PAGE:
You put your foot down on the accelerator and your vehicle responds instantly — good. But then you put your foot down on the brake pedal and something’s not quite right. Whether the issue is a squealing noise or a longer stopping distance than before, it likely indicates that it’s time for a brake job, and your first question is probably “how much do new brakes cost?” The answer is that it depends on a few factors.
It may not surprise you that brakes for a subcompact commuter car are going to be less expensive than brakes for a high-performance sports or muscle car. You may even have paid extra when you bought the car for upgraded brakes. Getting your brakes back to their original specifications will usually come at a cost that’s proportional to the price of your car.
Are You an Originalist?
Whether or not you are an originalist will depend on whether you feel your vehicle must have genuine original equipment manufacturer (OEM) parts rather than aftermarket parts that fit your make and model. There are many high-quality aftermarket options out there that will perform as well as OEM parts, so if you’re not having brake work done on a classic car that will be mercilessly judged on period correctness and originality, you could save significant money.
What Do Your Brakes Need?
Brake repair isn’t an all-or-nothing, one-size-fits-all job. Sometimes new brake pads are all you need, but worn brake pads can lead to other problems in short order, most often damage to the rotors. If that has happened, you may be looking at having your rotors resurfaced, and if the damage is considerable, you may have to have your rotors replaced.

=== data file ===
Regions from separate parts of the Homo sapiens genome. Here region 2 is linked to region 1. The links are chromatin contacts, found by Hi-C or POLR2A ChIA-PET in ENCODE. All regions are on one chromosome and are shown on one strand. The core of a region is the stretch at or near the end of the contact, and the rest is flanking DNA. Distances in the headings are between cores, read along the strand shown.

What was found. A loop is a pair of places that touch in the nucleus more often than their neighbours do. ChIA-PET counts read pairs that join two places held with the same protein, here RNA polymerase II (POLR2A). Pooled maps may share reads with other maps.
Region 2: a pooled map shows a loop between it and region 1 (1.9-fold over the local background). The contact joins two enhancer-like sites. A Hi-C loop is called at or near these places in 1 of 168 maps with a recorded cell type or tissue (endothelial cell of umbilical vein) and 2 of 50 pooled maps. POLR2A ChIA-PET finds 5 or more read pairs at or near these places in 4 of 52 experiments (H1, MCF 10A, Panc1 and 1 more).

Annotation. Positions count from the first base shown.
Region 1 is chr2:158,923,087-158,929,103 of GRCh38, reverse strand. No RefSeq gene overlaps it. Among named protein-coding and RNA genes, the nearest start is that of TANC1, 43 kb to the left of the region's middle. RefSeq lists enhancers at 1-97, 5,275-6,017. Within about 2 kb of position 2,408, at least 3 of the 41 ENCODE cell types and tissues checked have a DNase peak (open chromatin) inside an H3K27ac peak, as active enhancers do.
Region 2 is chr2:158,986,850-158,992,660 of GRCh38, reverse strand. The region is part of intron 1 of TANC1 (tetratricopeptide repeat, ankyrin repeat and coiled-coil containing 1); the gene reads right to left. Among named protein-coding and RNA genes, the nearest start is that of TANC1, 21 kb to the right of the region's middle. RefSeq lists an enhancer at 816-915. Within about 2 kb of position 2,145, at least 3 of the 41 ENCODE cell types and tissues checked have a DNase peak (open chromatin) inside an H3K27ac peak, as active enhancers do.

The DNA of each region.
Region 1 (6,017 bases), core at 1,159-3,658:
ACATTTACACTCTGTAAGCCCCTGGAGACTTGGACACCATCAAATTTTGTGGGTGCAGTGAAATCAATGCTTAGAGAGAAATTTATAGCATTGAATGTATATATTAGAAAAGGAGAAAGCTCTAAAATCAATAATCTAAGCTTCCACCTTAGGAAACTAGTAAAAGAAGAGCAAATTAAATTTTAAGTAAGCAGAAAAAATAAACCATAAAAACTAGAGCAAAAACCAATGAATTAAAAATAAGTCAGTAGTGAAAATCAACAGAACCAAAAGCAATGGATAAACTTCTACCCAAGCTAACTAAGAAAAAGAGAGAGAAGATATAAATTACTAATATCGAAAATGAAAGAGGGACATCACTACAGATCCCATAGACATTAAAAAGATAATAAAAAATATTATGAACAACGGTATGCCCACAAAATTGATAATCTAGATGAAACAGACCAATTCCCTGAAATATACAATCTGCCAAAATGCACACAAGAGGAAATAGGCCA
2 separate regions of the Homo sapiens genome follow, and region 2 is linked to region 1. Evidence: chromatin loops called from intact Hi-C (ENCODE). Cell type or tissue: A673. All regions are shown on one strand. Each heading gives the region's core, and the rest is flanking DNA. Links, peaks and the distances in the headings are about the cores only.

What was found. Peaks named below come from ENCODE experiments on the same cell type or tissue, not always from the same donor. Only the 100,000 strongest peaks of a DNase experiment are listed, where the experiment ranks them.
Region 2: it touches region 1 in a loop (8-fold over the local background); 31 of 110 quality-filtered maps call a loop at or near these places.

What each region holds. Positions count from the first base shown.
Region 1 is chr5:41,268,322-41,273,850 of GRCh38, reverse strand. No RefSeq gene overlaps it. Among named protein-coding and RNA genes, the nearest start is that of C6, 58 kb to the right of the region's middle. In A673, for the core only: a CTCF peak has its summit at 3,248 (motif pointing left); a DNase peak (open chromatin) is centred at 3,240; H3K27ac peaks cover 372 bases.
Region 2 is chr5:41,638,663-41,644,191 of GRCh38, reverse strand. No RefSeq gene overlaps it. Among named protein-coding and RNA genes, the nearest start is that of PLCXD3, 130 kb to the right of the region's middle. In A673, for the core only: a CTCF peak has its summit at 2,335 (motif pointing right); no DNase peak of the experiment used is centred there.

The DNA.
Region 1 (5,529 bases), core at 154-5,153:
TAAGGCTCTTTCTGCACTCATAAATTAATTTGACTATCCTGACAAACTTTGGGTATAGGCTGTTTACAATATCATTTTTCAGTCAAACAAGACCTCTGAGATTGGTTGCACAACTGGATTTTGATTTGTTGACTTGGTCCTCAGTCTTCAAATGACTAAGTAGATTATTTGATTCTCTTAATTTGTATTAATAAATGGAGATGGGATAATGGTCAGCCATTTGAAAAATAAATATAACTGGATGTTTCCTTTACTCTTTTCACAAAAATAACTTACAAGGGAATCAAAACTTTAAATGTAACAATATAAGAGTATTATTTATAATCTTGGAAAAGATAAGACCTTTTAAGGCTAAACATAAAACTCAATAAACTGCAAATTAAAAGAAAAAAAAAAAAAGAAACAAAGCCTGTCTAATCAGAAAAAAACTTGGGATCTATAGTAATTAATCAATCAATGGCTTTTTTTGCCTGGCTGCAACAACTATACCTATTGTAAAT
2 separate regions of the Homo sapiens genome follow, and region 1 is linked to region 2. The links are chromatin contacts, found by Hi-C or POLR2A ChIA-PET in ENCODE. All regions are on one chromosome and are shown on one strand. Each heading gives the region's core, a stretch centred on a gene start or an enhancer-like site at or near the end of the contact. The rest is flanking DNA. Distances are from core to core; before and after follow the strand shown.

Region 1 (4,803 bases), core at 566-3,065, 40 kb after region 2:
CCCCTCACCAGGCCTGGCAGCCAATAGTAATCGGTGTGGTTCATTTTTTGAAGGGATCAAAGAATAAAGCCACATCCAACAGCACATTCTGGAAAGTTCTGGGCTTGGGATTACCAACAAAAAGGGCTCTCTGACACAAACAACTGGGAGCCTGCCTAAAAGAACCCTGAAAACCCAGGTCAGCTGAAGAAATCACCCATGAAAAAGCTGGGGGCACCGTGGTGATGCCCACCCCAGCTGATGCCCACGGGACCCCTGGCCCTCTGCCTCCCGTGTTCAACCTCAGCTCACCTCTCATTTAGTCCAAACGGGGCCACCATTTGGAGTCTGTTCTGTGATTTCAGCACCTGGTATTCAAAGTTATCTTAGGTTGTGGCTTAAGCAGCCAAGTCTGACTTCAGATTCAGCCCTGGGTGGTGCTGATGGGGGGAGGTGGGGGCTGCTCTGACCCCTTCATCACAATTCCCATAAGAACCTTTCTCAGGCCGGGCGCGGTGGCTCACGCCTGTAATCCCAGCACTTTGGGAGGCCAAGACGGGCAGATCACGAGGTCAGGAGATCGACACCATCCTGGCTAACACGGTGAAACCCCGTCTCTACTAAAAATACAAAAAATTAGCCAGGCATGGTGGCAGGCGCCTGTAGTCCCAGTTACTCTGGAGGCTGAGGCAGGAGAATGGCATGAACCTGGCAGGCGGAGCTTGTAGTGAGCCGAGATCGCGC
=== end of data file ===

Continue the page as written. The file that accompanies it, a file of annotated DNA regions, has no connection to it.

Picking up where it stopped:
Even with proper maintenance and care, the friction involved in braking will mean that, at some point in the life of your vehicle, the rotors will wear too thin to provide proper stopping power. If you’re at that point, it’s a good idea to replace the brake lines too and possibly the master cylinder, depending on its condition. If something bigger has gone wrong, you might even need a new caliper. Naturally, the more components you replace, the higher the price may be.
Who Is Doing the Work?
Dealerships generally charge more for labor than independent garages and mechanics. If you’re a do-it-yourselfer, though, you could be very happy to learn the price of brakes purchased and installed at home, as the labor may cost as much as the parts if you have a garage to do the job. Just remember that brakes are a critical component of your car, and your safety depends on this job being done right. If you have a decent amount of DIY experience with your vehicle and a good understanding of your vehicle’s braking system, this might be a job you can do in an afternoon. If you don’t feel up to the job, your local NAPA AutoCare can tackle if for you.
Because of all the variables, the cost of a brake job is hard to pin down. This is where estimates from your local service department, garage or mechanic come in. You can also get an estimate for most vehicles with our online tool. Be prepared — parts alone for a brake pad replacement will likely cost more than $100 per wheel. If you’re looking at brakes, rotors, lines or more, a four-figure bill is not out of the question for a newer car.
Check out all the brake parts available on NAPA Online, or trust one of our 17,000 NAPA AutoCare locations for routine maintenance and repairs. For more information on how much new brakes cost, chat with a knowledgeable expert at your local NAPA AUTO PARTS store.
Photo Courtesy of Mike Hagerty.
Mike Hagerty is an automotive journalist whose work has been featured on radio, TV, in print and online since 1997. He's the Publisher and Editor of MikeHagertyCars.com, and contributes car reviews to the Los Altos Town Crier and losaltosonline.com. Previous outlets have included KFBK and KFBK.com in Sacramento, California, the ABC television affiliates and Hearst-Argyle and Emmis radio stations in Phoenix, Arizona; AAA magazines for Arizona, Oklahoma, Northwest Ohio, South Dakota and the Mountain West and BBCCars.com.